Paul Ellis Elliott
Elliott, approximately 2007
Date reported missing : 08/22/2007
Missing location (approx) :
Missing classification : Endangered Missing
Gender : Male
DOB : 11/28/1956 (64)
Age at the time of disappearance: 50 years old
Height / Weight : 5'6 - 5'8, 150 - 165 pounds
Medical conditions : Elliott suffers from schizophrenia and bipolar disorder.
Distinguishing characteristics, birthmarks, tattoos
: Caucasian male. Brown hair, brown eyes.
Information on the case from local sources, may or may not be correct : Elliott was last seen on west Main Street in Alliance, Ohio on August 22, 2007. That day one of his brothers called the police to report a theft from a shed. Elliott fled on his bicycle before officers arrived; he has a history of minor problems with the law. He has never been heard from again. In January 2013, his bike was found inside a trailer on Notman Road in Atwater, Ohio, about nine miles from Alliance.
Elliott has had severe problems with his mental illnesses in the past and spent months as an inpatient in the state mental hospital. His ex-wife described him as very intelligent and an avid woodsman, and stated he worked for over twenty years as an electronic technician at Robinson Memorial Hospital in PortAge at the time of disappearance: County, Ohio.
Although Elliott's ex-wife believes he may still be alive, his son has asked to have him declared legally dead. His case remains unsolved.
Other information and links : ncy
Alliance Police Department
September 2021 updates and sources
Ohio Attorney General's Office
A missing person is a person who has disappeared and whose status as alive or dead cannot be confirmed as their location and condition are not known. A person may go missing through a voluntary disappearance, or else due to an accident, crime, death in a location where they cannot be found (such as at sea), or many other reasons. In most parts of the world, a missing person will usually be found quickly. While criminal abductions are some of the most widely reported missing person cases, these account for only 2–5% of missing children in Europe.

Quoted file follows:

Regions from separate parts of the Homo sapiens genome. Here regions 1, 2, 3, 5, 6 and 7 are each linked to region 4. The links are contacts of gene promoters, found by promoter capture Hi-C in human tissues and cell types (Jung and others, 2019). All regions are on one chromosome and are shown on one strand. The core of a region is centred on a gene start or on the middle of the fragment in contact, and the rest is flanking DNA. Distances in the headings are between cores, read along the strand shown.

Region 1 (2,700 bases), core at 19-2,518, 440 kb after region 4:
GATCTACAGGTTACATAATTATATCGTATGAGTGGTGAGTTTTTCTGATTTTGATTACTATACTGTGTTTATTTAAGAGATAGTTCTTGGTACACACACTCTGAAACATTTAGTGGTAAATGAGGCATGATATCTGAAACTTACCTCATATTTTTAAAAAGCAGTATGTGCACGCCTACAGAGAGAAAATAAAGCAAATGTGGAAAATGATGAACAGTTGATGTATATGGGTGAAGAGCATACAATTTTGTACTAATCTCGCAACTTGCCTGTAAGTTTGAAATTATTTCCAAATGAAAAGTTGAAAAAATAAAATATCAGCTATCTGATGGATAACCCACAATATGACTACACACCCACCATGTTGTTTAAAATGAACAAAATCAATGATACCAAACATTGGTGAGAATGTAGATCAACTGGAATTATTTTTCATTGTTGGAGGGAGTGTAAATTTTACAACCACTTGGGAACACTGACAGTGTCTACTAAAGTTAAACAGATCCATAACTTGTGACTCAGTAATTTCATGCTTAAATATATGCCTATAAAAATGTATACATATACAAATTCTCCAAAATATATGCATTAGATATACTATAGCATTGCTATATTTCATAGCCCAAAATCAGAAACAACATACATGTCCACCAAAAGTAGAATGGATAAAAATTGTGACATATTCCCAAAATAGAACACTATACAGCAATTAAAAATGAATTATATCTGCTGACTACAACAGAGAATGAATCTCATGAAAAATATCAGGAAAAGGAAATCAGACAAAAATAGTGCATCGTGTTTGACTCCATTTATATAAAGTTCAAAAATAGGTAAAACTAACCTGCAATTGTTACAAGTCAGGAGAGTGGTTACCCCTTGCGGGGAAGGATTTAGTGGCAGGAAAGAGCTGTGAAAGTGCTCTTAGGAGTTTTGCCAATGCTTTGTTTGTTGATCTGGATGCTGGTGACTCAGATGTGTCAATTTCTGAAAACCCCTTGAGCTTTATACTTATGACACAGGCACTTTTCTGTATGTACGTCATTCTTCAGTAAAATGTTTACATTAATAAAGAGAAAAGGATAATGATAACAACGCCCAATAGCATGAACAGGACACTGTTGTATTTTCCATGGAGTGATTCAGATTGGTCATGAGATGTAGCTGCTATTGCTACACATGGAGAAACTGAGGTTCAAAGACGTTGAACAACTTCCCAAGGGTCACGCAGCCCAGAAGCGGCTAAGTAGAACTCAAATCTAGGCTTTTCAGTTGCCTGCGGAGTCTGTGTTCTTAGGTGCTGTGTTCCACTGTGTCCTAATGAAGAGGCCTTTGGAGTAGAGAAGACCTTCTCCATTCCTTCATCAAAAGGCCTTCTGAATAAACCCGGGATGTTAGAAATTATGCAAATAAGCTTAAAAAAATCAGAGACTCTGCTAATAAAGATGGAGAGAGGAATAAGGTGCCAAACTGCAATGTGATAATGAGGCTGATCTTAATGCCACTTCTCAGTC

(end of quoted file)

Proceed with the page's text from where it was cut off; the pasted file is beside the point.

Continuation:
By contrast, some missing person cases remain unresolved for many years. Laws related to these cases are often complex since, in many jurisdictions, relatives and third parties may not deal with a person's assets until their death is considered proven by law and a formal death certificate issued. The situation, uncertainties, and lack of closure or a funeral resulting when a person goes missing may be extremely painful with long-lasting effects on family and friends.
Several organizations seek to connect, share best practices, and disseminate information and imAge at the time of disappearance: s of missing children to improve the effectiveness of missing children investigations, including the International Commission on Missing Persons, the International Centre for Missing & Exploited Children (ICMEC), as well as national organizations, including the National Center for Missing & Exploited Children in the US, Missing People in the UK, Child Focus in Belgium, and The Smile of the Child in Greece.
The Canton Reporter
October 12, 2004. November 28, 2017; .
Interactive Missing Person Search Map